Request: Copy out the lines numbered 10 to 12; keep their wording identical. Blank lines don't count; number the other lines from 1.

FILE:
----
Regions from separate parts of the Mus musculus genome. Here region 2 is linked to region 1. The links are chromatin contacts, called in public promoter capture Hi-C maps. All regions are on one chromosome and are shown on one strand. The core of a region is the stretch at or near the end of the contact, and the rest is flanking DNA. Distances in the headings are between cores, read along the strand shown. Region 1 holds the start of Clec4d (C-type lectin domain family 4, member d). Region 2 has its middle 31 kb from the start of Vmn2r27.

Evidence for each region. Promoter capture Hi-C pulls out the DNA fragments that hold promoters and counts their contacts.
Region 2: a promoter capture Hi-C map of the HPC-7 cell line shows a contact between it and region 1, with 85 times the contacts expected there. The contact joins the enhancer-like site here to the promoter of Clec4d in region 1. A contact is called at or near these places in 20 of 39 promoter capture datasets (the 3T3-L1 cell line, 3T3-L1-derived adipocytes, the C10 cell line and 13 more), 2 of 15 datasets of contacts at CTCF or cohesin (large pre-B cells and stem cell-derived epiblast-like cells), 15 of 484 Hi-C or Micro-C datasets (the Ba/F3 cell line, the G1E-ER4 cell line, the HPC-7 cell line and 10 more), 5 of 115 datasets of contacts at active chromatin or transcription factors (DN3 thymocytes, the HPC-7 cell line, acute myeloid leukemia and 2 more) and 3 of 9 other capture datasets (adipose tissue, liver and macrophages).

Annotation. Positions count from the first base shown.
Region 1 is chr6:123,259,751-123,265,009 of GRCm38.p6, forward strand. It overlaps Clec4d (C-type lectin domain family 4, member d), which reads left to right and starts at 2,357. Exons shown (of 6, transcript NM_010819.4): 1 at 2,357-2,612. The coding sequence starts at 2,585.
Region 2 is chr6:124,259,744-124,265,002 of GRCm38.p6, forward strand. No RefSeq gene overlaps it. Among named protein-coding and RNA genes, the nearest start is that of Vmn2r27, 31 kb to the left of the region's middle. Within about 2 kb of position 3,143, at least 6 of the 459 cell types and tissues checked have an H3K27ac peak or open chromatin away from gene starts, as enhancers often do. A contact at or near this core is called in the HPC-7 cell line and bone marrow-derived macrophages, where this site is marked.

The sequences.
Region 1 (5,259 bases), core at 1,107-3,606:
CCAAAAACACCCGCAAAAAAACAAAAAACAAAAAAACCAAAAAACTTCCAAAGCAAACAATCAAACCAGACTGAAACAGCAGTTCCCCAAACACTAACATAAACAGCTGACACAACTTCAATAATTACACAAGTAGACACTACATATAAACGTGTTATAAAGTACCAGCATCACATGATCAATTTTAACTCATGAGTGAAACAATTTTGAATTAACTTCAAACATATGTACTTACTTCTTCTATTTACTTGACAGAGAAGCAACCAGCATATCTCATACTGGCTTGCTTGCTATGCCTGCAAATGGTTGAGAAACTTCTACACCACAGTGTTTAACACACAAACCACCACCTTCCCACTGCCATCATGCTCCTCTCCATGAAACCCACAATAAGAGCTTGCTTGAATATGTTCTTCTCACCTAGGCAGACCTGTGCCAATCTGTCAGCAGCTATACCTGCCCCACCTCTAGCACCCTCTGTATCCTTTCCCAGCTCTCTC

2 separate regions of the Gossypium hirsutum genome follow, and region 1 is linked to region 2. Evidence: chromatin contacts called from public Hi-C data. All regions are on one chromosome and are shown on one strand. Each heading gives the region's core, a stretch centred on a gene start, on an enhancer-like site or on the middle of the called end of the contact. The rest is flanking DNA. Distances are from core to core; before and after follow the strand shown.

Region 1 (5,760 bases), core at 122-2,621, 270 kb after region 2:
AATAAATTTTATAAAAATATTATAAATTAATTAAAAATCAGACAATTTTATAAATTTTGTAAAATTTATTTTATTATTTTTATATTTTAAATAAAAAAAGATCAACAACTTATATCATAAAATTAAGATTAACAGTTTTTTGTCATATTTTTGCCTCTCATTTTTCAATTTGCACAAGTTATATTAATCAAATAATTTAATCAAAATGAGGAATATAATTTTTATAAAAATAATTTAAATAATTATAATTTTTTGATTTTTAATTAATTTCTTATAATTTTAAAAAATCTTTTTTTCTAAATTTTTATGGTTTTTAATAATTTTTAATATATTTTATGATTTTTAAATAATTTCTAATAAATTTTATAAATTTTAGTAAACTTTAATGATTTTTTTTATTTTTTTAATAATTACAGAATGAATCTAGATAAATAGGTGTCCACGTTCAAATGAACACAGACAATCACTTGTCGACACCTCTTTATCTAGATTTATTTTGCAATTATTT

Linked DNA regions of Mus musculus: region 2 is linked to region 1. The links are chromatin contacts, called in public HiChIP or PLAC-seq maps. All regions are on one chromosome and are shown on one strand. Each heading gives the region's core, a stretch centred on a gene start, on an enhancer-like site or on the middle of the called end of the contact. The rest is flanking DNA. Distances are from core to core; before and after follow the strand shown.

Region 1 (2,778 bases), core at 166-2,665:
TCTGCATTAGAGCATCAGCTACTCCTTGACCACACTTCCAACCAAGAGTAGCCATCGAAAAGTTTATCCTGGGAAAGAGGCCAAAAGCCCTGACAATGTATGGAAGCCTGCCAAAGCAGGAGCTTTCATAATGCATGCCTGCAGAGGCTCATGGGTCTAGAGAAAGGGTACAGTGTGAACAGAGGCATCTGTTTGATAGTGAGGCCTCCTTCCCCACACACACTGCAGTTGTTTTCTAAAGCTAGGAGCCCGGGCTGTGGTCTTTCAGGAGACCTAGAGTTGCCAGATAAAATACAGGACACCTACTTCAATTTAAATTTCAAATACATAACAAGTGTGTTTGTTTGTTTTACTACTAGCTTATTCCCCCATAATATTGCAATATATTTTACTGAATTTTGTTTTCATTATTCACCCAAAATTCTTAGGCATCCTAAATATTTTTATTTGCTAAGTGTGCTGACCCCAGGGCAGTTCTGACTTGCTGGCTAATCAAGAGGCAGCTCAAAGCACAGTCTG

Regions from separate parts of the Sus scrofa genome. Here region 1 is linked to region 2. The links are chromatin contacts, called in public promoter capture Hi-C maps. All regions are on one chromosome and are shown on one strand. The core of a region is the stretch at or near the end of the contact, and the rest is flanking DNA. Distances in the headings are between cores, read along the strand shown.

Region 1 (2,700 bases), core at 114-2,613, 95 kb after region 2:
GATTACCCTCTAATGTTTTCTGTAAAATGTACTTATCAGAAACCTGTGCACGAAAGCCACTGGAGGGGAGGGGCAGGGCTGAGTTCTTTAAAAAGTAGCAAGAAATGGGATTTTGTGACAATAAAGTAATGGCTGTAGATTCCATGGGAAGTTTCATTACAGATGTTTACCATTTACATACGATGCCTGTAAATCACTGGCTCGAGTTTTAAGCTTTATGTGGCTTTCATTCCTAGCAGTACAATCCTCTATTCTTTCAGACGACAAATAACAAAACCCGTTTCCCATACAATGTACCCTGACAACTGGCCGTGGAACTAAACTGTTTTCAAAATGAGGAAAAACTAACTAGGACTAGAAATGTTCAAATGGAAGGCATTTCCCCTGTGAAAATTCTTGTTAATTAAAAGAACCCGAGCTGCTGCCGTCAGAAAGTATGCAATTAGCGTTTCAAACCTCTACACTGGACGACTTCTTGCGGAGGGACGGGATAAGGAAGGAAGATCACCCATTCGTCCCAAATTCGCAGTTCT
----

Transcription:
2 separate regions of the Gossypium hirsutum genome follow, and region 1 is linked to region 2. Evidence: chromatin contacts called from public Hi-C data. All regions are on one chromosome and are shown on one strand. Each heading gives the region's core, a stretch centred on a gene start, on an enhancer-like site or on the middle of the called end of the contact. The rest is flanking DNA. Distances are from core to core; before and after follow the strand shown.

Region 1 (5,760 bases), core at 122-2,621, 270 kb after region 2:
AATAAATTTTATAAAAATATTATAAATTAATTAAAAATCAGACAATTTTATAAATTTTGTAAAATTTATTTTATTATTTTTATATTTTAAATAAAAAAAGATCAACAACTTATATCATAAAATTAAGATTAACAGTTTTTTGTCATATTTTTGCCTCTCATTTTTCAATTTGCACAAGTTATATTAATCAAATAATTTAATCAAAATGAGGAATATAATTTTTATAAAAATAATTTAAATAATTATAATTTTTTGATTTTTAATTAATTTCTTATAATTTTAAAAAATCTTTTTTTCTAAATTTTTATGGTTTTTAATAATTTTTAATATATTTTATGATTTTTAAATAATTTCTAATAAATTTTATAAATTTTAGTAAACTTTAATGATTTTTTTTATTTTTTTAATAATTACAGAATGAATCTAGATAAATAGGTGTCCACGTTCAAATGAACACAGACAATCACTTGTCGACACCTCTTTATCTAGATTTATTTTGCAATTATTT